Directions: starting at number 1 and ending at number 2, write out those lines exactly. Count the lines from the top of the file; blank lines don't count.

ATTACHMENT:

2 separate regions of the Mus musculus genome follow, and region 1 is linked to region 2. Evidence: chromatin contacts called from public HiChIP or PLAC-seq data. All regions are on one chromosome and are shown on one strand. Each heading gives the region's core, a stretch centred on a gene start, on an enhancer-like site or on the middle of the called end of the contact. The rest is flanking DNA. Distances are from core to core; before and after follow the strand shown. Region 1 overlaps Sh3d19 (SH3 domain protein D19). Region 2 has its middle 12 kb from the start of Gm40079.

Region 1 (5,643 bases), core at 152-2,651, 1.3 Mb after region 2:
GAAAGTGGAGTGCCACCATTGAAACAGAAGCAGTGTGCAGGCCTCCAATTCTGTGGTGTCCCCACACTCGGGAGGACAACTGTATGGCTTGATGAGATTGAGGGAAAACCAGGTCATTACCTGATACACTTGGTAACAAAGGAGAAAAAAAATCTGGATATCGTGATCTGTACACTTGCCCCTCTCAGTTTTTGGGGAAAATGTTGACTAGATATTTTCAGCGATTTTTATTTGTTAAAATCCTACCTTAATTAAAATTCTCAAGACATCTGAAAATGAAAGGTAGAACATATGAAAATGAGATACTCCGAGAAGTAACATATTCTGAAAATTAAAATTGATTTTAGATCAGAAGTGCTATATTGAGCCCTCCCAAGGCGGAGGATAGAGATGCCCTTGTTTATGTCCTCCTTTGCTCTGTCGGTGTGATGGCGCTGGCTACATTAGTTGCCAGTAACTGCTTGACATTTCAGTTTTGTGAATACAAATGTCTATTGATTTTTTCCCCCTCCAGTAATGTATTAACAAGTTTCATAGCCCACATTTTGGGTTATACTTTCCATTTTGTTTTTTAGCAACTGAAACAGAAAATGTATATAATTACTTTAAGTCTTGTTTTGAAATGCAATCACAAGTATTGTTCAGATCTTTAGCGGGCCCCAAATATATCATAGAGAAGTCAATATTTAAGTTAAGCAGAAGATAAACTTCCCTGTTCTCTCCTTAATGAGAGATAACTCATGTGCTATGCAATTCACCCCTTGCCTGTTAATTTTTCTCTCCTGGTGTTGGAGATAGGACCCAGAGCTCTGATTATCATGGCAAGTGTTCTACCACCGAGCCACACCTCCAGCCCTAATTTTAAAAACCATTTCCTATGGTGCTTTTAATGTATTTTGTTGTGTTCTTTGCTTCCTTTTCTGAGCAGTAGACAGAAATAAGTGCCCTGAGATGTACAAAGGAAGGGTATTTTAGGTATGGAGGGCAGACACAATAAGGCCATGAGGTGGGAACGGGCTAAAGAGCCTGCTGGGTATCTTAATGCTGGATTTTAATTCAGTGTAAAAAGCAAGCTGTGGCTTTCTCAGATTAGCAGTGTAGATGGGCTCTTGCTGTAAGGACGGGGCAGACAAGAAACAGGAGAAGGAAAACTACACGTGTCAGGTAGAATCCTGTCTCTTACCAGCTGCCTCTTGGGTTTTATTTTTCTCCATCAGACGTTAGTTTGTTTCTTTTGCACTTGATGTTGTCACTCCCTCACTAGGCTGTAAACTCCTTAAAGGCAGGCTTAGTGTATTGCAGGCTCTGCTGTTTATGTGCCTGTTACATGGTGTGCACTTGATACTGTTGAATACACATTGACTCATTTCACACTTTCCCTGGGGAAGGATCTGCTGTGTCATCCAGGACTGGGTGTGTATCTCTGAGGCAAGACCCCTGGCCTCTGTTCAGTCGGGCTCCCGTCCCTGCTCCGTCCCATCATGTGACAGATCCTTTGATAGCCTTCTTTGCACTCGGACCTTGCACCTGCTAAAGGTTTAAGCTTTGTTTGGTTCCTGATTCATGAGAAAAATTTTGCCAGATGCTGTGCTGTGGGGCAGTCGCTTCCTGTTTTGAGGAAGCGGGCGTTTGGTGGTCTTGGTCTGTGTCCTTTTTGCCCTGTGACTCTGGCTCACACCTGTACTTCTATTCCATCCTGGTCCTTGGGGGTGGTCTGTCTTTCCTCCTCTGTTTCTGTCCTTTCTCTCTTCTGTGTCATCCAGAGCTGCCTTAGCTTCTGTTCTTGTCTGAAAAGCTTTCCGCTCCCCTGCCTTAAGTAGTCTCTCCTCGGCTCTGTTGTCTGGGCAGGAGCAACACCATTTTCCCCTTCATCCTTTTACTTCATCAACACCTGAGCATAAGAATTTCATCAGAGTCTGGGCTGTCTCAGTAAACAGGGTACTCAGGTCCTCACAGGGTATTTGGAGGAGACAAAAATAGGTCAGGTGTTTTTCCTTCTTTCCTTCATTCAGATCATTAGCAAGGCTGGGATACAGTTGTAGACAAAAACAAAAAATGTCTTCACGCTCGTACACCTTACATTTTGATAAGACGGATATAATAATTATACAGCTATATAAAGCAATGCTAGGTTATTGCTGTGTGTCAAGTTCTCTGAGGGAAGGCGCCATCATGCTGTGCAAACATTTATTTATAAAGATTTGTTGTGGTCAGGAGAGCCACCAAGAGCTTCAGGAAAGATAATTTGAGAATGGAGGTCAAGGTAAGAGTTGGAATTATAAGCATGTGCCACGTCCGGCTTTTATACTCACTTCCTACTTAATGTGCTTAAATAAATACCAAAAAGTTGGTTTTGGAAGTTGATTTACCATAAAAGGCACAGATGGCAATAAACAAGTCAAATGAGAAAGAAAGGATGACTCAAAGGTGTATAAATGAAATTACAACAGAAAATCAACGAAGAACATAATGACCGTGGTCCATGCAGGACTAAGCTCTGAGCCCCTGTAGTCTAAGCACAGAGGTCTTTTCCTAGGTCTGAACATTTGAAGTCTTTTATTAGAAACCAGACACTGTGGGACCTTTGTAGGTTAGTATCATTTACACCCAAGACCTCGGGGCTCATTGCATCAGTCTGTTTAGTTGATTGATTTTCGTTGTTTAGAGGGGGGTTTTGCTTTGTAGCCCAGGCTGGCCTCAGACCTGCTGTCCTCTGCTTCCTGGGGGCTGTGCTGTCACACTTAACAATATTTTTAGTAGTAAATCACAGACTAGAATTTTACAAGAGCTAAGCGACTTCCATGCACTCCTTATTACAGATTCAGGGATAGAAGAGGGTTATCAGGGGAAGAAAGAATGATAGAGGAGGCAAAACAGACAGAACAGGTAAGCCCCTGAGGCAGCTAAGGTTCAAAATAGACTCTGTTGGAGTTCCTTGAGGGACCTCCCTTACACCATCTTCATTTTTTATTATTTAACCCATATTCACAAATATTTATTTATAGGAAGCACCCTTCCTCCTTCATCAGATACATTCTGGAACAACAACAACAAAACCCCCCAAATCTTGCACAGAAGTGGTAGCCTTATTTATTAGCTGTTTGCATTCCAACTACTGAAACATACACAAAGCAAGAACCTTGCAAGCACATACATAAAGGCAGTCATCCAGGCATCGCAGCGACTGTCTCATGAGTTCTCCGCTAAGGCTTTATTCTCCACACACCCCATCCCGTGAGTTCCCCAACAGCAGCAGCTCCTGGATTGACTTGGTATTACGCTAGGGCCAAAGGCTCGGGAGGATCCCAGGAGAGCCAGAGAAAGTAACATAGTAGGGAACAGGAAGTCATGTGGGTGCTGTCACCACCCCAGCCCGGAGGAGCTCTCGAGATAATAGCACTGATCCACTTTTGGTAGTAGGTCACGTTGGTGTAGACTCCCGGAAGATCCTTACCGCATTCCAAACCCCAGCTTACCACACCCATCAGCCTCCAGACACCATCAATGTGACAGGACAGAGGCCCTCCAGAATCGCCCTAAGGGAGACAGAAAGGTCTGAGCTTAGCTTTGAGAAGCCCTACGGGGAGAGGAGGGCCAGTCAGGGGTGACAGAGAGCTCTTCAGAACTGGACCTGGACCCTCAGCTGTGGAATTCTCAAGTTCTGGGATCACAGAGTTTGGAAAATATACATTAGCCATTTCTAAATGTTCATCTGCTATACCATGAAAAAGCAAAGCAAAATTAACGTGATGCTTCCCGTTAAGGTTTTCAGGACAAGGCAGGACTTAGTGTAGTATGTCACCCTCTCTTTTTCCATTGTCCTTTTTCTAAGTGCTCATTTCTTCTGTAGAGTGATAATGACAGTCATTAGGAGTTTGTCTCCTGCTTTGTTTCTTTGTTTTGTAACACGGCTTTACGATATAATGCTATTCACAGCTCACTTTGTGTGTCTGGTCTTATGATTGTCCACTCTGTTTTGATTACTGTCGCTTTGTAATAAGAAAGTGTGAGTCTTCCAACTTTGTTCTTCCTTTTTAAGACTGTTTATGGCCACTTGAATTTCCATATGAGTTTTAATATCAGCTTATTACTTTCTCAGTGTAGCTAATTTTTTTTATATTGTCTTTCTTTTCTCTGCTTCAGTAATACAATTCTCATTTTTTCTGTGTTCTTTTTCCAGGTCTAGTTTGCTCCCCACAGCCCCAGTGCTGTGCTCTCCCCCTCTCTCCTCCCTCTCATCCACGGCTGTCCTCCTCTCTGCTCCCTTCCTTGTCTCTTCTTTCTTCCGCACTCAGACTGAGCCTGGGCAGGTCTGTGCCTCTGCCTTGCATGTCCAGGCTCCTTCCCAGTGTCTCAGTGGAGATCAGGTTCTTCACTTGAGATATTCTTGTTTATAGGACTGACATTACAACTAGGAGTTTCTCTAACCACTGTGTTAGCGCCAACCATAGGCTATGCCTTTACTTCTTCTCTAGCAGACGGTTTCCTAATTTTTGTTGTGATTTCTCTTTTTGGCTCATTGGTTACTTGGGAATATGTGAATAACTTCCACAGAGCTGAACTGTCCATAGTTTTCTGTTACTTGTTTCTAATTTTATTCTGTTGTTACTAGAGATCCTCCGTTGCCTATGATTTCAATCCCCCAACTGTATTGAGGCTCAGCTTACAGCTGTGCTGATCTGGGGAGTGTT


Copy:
2 separate regions of the Mus musculus genome follow, and region 1 is linked to region 2. Evidence: chromatin contacts called from public HiChIP or PLAC-seq data. All regions are on one chromosome and are shown on one strand. Each heading gives the region's core, a stretch centred on a gene start, on an enhancer-like site or on the middle of the called end of the contact. The rest is flanking DNA. Distances are from core to core; before and after follow the strand shown. Region 1 overlaps Sh3d19 (SH3 domain protein D19). Region 2 has its middle 12 kb from the start of Gm40079.

Region 1 (5,643 bases), core at 152-2,651, 1.3 Mb after region 2: